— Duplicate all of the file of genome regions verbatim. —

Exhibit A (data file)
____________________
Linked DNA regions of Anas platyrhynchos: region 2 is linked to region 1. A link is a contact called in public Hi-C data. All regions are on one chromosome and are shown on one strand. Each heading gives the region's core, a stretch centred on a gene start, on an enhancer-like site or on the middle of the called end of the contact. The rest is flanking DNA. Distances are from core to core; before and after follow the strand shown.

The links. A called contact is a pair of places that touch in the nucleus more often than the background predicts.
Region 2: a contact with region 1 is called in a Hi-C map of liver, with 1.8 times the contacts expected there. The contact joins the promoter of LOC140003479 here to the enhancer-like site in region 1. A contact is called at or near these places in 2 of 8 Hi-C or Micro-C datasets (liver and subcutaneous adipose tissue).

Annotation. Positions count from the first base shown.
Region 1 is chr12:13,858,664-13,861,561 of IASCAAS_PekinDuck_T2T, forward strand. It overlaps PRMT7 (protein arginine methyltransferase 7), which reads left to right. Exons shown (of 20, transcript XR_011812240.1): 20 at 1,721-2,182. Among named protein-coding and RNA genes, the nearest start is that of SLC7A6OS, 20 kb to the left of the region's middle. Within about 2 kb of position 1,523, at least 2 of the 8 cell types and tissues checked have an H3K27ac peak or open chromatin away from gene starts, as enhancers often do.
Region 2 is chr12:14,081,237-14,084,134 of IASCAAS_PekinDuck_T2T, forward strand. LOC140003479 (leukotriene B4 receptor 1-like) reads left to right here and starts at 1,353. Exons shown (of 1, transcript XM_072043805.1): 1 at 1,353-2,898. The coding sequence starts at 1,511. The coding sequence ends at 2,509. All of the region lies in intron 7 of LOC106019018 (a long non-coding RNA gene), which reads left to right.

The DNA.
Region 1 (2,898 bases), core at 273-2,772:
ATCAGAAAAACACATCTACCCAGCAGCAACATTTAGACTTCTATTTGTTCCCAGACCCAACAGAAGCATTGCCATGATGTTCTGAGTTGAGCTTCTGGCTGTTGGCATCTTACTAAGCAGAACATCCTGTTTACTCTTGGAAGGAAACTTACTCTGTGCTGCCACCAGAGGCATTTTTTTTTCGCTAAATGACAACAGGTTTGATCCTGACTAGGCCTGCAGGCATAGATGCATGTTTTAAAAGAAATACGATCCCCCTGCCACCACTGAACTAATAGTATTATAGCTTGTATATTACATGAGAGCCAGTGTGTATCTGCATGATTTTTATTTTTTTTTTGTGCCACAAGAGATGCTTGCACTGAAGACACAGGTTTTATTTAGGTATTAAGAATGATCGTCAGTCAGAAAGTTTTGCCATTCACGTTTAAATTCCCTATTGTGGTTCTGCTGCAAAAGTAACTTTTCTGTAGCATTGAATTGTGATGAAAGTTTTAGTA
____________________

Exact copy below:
Linked DNA regions of Anas platyrhynchos: region 2 is linked to region 1. A link is a contact called in public Hi-C data. All regions are on one chromosome and are shown on one strand. Each heading gives the region's core, a stretch centred on a gene start, on an enhancer-like site or on the middle of the called end of the contact. The rest is flanking DNA. Distances are from core to core; before and after follow the strand shown.

The links. A called contact is a pair of places that touch in the nucleus more often than the background predicts.
Region 2: a contact with region 1 is called in a Hi-C map of liver, with 1.8 times the contacts expected there. The contact joins the promoter of LOC140003479 here to the enhancer-like site in region 1. A contact is called at or near these places in 2 of 8 Hi-C or Micro-C datasets (liver and subcutaneous adipose tissue).

Annotation. Positions count from the first base shown.
Region 1 is chr12:13,858,664-13,861,561 of IASCAAS_PekinDuck_T2T, forward strand. It overlaps PRMT7 (protein arginine methyltransferase 7), which reads left to right. Exons shown (of 20, transcript XR_011812240.1): 20 at 1,721-2,182. Among named protein-coding and RNA genes, the nearest start is that of SLC7A6OS, 20 kb to the left of the region's middle. Within about 2 kb of position 1,523, at least 2 of the 8 cell types and tissues checked have an H3K27ac peak or open chromatin away from gene starts, as enhancers often do.
Region 2 is chr12:14,081,237-14,084,134 of IASCAAS_PekinDuck_T2T, forward strand. LOC140003479 (leukotriene B4 receptor 1-like) reads left to right here and starts at 1,353. Exons shown (of 1, transcript XM_072043805.1): 1 at 1,353-2,898. The coding sequence starts at 1,511. The coding sequence ends at 2,509. All of the region lies in intron 7 of LOC106019018 (a long non-coding RNA gene), which reads left to right.

The DNA.
Region 1 (2,898 bases), core at 273-2,772:
ATCAGAAAAACACATCTACCCAGCAGCAACATTTAGACTTCTATTTGTTCCCAGACCCAACAGAAGCATTGCCATGATGTTCTGAGTTGAGCTTCTGGCTGTTGGCATCTTACTAAGCAGAACATCCTGTTTACTCTTGGAAGGAAACTTACTCTGTGCTGCCACCAGAGGCATTTTTTTTTCGCTAAATGACAACAGGTTTGATCCTGACTAGGCCTGCAGGCATAGATGCATGTTTTAAAAGAAATACGATCCCCCTGCCACCACTGAACTAATAGTATTATAGCTTGTATATTACATGAGAGCCAGTGTGTATCTGCATGATTTTTATTTTTTTTTTGTGCCACAAGAGATGCTTGCACTGAAGACACAGGTTTTATTTAGGTATTAAGAATGATCGTCAGTCAGAAAGTTTTGCCATTCACGTTTAAATTCCCTATTGTGGTTCTGCTGCAAAAGTAACTTTTCTGTAGCATTGAATTGTGATGAAAGTTTTAGTA